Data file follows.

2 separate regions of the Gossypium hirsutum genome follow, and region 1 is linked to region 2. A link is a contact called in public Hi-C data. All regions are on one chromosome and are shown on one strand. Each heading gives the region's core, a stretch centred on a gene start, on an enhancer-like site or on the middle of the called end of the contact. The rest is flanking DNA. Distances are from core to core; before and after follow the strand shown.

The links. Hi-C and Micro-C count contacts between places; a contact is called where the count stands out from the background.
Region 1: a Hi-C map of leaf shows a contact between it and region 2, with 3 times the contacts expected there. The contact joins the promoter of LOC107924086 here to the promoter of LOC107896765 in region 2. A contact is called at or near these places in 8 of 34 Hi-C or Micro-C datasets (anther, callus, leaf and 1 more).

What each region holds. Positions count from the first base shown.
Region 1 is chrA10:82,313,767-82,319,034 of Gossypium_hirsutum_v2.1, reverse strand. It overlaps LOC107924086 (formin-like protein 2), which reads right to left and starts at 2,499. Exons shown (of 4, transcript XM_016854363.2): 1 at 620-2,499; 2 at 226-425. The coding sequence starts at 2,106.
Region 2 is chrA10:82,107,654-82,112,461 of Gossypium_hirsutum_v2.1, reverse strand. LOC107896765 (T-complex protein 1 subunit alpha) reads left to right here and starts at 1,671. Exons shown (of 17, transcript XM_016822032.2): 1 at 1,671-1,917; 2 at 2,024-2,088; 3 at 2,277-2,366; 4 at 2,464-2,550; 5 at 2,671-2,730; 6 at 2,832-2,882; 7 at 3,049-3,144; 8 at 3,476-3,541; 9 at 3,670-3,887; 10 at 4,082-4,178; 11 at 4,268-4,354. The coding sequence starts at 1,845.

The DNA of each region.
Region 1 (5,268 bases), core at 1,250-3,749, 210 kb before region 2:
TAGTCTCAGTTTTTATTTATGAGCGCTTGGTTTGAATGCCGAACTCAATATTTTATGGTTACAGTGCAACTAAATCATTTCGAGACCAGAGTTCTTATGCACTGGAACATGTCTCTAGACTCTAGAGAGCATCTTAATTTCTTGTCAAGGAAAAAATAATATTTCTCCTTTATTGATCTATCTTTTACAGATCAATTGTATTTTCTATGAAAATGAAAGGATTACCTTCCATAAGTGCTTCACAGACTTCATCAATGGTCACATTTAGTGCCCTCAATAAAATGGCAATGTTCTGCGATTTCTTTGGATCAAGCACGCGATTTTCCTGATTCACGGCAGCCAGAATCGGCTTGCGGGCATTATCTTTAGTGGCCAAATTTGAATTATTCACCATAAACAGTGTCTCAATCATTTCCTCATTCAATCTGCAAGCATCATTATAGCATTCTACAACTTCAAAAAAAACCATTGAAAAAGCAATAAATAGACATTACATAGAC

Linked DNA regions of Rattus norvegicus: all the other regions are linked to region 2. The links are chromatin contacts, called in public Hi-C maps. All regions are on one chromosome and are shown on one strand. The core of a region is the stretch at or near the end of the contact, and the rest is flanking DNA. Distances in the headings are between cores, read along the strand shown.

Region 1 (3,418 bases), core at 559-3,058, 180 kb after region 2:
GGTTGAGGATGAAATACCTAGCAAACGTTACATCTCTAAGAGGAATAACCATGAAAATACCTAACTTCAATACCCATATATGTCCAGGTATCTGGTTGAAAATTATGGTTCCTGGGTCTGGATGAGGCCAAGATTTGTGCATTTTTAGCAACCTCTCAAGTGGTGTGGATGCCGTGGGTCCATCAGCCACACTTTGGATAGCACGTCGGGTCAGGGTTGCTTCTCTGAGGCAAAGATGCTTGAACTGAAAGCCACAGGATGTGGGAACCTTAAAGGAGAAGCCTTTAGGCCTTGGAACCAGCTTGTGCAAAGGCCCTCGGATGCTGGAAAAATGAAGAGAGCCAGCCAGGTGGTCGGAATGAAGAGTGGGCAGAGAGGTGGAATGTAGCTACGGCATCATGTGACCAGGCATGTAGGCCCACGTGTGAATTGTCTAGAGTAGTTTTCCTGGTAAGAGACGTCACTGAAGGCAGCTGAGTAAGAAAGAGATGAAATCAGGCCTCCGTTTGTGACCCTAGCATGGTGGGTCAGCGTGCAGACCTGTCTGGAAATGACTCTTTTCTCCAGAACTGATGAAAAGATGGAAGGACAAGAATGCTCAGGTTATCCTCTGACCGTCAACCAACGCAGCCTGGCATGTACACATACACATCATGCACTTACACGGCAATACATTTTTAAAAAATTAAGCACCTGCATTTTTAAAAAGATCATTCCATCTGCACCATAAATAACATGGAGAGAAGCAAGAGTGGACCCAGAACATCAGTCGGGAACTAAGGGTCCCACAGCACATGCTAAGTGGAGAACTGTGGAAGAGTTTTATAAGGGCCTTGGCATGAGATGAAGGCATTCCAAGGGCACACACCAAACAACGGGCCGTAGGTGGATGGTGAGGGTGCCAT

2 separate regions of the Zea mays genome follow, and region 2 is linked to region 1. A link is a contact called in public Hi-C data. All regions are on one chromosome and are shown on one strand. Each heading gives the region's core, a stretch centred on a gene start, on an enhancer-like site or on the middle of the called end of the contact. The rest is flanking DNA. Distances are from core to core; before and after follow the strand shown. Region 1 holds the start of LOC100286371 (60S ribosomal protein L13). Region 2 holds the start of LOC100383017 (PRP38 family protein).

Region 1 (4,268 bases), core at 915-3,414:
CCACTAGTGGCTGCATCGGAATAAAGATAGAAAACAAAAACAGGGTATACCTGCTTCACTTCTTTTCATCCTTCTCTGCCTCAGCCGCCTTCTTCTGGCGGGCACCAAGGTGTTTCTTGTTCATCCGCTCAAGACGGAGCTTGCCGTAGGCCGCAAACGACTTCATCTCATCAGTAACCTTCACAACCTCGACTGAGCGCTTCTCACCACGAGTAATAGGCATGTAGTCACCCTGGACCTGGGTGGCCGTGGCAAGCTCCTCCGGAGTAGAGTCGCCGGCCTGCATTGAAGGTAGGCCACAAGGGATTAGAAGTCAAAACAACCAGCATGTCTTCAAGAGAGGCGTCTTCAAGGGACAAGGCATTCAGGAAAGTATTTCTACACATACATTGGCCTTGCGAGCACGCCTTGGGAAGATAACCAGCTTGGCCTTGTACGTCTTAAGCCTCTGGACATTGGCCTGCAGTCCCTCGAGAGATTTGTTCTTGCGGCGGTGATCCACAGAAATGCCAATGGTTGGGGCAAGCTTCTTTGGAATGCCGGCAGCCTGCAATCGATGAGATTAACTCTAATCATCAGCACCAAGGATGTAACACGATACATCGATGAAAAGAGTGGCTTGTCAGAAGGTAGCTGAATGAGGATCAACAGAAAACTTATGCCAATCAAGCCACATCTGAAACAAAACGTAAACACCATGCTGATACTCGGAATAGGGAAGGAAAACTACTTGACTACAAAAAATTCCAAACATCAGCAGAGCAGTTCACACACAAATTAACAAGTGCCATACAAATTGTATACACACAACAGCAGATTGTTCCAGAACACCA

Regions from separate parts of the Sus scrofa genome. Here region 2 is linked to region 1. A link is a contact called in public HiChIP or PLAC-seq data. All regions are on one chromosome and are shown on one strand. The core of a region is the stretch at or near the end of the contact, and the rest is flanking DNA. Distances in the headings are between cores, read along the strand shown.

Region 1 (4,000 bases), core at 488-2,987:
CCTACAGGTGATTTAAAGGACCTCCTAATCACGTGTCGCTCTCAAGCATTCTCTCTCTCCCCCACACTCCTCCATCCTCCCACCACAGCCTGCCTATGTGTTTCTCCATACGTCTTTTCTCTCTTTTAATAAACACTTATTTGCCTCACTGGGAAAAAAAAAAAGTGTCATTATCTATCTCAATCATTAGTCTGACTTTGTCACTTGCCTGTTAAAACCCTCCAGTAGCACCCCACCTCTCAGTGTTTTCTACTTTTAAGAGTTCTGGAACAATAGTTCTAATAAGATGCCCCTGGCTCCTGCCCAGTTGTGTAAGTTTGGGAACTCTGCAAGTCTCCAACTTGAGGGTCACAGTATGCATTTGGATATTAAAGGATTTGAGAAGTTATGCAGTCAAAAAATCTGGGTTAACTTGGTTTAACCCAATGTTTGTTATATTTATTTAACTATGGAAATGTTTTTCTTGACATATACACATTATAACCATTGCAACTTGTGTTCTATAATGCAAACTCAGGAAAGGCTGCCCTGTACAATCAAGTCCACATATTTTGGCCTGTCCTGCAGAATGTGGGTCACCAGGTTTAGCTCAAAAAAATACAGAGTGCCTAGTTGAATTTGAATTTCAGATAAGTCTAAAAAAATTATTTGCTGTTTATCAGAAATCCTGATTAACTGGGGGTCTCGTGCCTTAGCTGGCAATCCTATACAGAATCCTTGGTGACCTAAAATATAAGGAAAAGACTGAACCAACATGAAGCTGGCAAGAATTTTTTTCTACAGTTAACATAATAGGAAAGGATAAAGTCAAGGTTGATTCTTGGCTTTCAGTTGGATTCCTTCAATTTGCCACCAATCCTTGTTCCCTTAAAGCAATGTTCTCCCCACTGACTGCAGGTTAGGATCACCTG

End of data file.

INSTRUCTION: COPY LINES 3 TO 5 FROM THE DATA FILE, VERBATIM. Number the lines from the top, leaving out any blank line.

Region 1: a Hi-C map of leaf shows a contact between it and region 2, with 3 times the contacts expected there. The contact joins the promoter of LOC107924086 here to the promoter of LOC107896765 in region 2. A contact is called at or near these places in 8 of 34 Hi-C or Micro-C datasets (anther, callus, leaf and 1 more).

What each region holds. Positions count from the first base shown.
Region 1 is chrA10:82,313,767-82,319,034 of Gossypium_hirsutum_v2.1, reverse strand. It overlaps LOC107924086 (formin-like protein 2), which reads right to left and starts at 2,499. Exons shown (of 4, transcript XM_016854363.2): 1 at 620-2,499; 2 at 226-425. The coding sequence starts at 2,106.